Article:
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01.04.2012 | Disaster & Military Surgery | Ausgabe 2/2012

European Journal of Trauma and Emergency Surgery 2/2012

Assessment of hospital disaster plans for conventional mass casualty incidents following terrorist explosions using a live exercise based upon the real data of actual patients

Zeitschrift:
European Journal of Trauma and Emergency Surgery > Ausgabe 2/2012
Autoren:
I. Ashkenazi, A. Ohana, B. Azaria, A. Gelfer, C. Nave, Z. Deutch, I. Gens, M. Fadlon, Y. Dahan, L. Rapaport, D. Kishkinov, A. Bar, E. Tal-Or, N. Vaknin, A. Blumenfeld, B. Kessel, R. Alfici, O. Olsha, M. Michaelson

Abstract

Purpose

The National Committee for Hospital Preparedness for Conventional Mass Casualty Incidents and the Hospital Preparedness Division of the Home Front Command are in charge of preparing live exercises held yearly in public hospitals in Israel. Our experience is that live exercises are limited in their ability to test clinical decision making and its influence upon incident management. A live exercise was designed upon real patient data and tested in several public hospitals. The aim of the manuscript is to describe the impact of this new format on clinical decision making in large-scale live exercises.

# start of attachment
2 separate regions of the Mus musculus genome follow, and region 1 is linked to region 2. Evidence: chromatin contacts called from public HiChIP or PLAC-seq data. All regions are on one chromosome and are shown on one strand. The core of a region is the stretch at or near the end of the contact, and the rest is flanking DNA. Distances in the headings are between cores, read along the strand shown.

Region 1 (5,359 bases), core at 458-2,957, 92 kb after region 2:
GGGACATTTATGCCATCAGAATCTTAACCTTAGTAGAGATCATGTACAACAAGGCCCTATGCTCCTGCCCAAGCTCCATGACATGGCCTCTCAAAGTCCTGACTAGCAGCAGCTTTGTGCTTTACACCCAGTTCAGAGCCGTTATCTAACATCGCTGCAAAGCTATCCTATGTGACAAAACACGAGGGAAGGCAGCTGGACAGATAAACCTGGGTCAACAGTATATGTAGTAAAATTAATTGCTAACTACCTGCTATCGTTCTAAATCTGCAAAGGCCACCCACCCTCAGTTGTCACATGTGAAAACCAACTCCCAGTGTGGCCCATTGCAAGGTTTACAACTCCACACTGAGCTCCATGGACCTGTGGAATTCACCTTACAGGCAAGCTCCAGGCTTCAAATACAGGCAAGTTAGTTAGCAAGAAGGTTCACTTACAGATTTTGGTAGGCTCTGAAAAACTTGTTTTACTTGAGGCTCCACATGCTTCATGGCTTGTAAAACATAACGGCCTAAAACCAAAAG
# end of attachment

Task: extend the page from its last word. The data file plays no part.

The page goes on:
Methods

A database of histories, physical examination findings, laboratory results and imaging results for 420 patients treated following terrorist explosions was created using information derived from actual patient encounters. Similar information for 100 patients treated following motor vehicle accidents was also collected. Information from the database was used to create victim profiles used during the course of exercises held in eight public hospitals with 60–800-bed capacities.

Results

Before implementing the new injury tags, no conclusions could be made concerning the quality of clinical decision making. Conducting the exercise using the new format helped identify deficiencies in the hospital disaster plan in triage, emergency department management and in the proper utilisation of resources such as radiology, operating rooms and the secondary transfer of patients.

Conclusion

Previous knowledge of patient diagnoses and resource needs allow the identification and quantification of deficiencies and problems identified in clinical decision making, resource utilisation and incident management.

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